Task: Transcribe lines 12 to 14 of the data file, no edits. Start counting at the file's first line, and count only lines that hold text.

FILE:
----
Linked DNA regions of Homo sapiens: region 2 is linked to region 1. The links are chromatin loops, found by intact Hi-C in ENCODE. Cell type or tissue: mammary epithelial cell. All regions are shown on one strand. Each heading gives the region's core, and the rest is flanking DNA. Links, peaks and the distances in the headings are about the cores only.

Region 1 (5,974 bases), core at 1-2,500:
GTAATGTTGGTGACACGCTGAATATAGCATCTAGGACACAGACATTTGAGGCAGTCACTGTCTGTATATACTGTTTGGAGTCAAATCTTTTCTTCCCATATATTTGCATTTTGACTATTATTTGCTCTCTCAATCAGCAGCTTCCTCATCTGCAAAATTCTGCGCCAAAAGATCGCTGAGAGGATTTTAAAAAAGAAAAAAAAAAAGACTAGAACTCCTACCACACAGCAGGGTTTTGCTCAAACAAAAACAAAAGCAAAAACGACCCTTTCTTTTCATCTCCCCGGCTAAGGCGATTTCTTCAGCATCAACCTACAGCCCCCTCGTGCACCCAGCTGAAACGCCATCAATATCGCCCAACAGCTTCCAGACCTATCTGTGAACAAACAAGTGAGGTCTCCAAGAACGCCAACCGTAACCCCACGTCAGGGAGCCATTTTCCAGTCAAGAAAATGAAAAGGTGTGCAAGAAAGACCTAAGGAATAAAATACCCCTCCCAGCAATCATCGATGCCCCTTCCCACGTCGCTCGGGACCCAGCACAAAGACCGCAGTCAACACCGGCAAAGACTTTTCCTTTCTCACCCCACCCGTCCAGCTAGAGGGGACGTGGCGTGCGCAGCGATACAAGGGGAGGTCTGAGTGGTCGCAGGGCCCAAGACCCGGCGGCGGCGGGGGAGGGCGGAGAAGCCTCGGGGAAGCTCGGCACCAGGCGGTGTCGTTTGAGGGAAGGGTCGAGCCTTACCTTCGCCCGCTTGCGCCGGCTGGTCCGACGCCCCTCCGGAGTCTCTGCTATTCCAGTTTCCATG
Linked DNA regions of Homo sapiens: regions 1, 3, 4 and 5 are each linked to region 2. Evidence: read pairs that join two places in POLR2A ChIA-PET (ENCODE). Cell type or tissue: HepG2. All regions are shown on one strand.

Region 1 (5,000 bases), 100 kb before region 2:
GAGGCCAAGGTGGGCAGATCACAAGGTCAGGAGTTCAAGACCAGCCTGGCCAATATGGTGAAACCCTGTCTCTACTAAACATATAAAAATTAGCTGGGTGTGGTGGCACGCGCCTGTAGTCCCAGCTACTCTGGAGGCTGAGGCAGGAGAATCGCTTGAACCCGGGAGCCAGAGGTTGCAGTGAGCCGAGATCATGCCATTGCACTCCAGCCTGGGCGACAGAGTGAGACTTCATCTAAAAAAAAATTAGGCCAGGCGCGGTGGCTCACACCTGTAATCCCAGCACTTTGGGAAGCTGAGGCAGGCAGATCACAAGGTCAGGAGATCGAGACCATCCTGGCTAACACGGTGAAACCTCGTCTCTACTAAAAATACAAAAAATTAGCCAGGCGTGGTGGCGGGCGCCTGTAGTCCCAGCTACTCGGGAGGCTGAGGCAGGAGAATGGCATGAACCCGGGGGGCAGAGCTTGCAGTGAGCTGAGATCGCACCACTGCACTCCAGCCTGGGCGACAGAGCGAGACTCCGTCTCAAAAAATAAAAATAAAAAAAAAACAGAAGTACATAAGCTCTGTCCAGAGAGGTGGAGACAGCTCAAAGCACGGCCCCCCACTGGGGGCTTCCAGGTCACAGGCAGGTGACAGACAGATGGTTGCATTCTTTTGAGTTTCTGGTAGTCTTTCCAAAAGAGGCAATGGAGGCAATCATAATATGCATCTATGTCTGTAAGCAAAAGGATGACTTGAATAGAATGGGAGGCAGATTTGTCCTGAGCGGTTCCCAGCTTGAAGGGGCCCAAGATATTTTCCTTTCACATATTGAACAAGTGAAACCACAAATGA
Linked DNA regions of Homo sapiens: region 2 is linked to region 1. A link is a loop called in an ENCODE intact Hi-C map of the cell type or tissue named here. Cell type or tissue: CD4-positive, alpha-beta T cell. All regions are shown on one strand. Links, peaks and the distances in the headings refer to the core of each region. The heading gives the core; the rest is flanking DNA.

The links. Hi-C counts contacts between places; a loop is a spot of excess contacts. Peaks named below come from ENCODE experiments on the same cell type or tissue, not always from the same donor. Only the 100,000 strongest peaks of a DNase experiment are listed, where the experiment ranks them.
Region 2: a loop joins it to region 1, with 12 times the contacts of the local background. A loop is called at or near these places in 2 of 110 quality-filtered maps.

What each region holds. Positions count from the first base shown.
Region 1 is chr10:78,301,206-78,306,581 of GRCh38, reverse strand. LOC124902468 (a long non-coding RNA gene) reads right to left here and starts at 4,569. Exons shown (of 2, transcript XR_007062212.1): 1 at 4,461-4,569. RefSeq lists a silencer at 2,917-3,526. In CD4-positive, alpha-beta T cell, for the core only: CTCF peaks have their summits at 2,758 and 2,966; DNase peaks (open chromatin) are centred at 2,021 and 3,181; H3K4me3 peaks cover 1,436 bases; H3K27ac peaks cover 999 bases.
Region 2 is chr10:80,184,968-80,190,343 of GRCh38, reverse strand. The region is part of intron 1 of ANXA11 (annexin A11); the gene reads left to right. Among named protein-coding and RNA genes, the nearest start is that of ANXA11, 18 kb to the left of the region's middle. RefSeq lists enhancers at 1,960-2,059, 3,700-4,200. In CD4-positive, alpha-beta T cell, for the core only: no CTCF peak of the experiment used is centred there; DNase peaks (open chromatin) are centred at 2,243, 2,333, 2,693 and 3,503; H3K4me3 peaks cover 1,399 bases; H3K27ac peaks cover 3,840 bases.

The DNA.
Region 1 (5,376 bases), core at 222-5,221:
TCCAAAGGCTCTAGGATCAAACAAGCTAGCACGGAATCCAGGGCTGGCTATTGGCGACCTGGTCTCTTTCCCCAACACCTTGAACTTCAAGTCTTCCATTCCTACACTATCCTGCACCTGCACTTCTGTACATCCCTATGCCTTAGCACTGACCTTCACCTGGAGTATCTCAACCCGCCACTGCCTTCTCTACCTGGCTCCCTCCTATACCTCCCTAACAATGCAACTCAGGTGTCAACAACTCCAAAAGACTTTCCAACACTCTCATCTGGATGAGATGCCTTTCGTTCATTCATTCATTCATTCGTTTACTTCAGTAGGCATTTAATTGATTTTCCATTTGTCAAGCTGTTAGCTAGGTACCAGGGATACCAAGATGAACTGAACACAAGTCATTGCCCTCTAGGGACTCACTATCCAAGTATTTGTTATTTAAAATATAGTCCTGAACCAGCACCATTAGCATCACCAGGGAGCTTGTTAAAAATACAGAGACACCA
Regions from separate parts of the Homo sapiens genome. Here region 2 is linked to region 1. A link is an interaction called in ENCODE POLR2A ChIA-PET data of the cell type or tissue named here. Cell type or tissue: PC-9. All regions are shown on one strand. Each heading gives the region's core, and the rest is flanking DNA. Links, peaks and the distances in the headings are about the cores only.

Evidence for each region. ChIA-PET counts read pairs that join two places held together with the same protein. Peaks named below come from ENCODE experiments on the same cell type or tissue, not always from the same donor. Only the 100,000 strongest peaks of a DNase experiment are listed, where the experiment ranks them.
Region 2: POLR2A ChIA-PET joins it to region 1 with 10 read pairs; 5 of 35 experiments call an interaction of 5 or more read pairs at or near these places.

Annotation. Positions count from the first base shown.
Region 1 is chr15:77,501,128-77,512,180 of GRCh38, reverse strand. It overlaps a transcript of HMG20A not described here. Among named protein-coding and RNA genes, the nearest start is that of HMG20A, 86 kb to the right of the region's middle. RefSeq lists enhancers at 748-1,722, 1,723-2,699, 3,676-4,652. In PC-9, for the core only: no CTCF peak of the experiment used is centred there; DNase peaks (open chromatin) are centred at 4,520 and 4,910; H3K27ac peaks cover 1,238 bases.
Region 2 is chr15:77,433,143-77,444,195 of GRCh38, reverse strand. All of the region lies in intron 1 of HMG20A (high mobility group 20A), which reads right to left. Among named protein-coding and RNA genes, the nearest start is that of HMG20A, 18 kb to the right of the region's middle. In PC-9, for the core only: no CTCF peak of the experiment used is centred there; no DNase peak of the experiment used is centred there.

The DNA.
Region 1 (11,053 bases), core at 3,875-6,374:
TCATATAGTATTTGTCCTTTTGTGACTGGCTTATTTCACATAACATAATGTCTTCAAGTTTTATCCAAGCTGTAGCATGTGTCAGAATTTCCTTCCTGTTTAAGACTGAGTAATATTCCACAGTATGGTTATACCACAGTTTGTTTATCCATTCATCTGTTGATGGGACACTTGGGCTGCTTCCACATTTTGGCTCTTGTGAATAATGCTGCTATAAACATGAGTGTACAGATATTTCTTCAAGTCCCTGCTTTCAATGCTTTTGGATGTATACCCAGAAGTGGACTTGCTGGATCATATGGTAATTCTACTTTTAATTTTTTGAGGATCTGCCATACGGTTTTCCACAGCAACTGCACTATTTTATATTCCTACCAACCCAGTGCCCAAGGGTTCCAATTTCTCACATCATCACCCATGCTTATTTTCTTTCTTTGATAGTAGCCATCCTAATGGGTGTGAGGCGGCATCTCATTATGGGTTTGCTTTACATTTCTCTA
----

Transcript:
Region 2 is chr10:80,184,968-80,190,343 of GRCh38, reverse strand. The region is part of intron 1 of ANXA11 (annexin A11); the gene reads left to right. Among named protein-coding and RNA genes, the nearest start is that of ANXA11, 18 kb to the left of the region's middle. RefSeq lists enhancers at 1,960-2,059, 3,700-4,200. In CD4-positive, alpha-beta T cell, for the core only: no CTCF peak of the experiment used is centred there; DNase peaks (open chromatin) are centred at 2,243, 2,333, 2,693 and 3,503; H3K4me3 peaks cover 1,399 bases; H3K27ac peaks cover 3,840 bases.

The DNA.
Region 1 (5,376 bases), core at 222-5,221: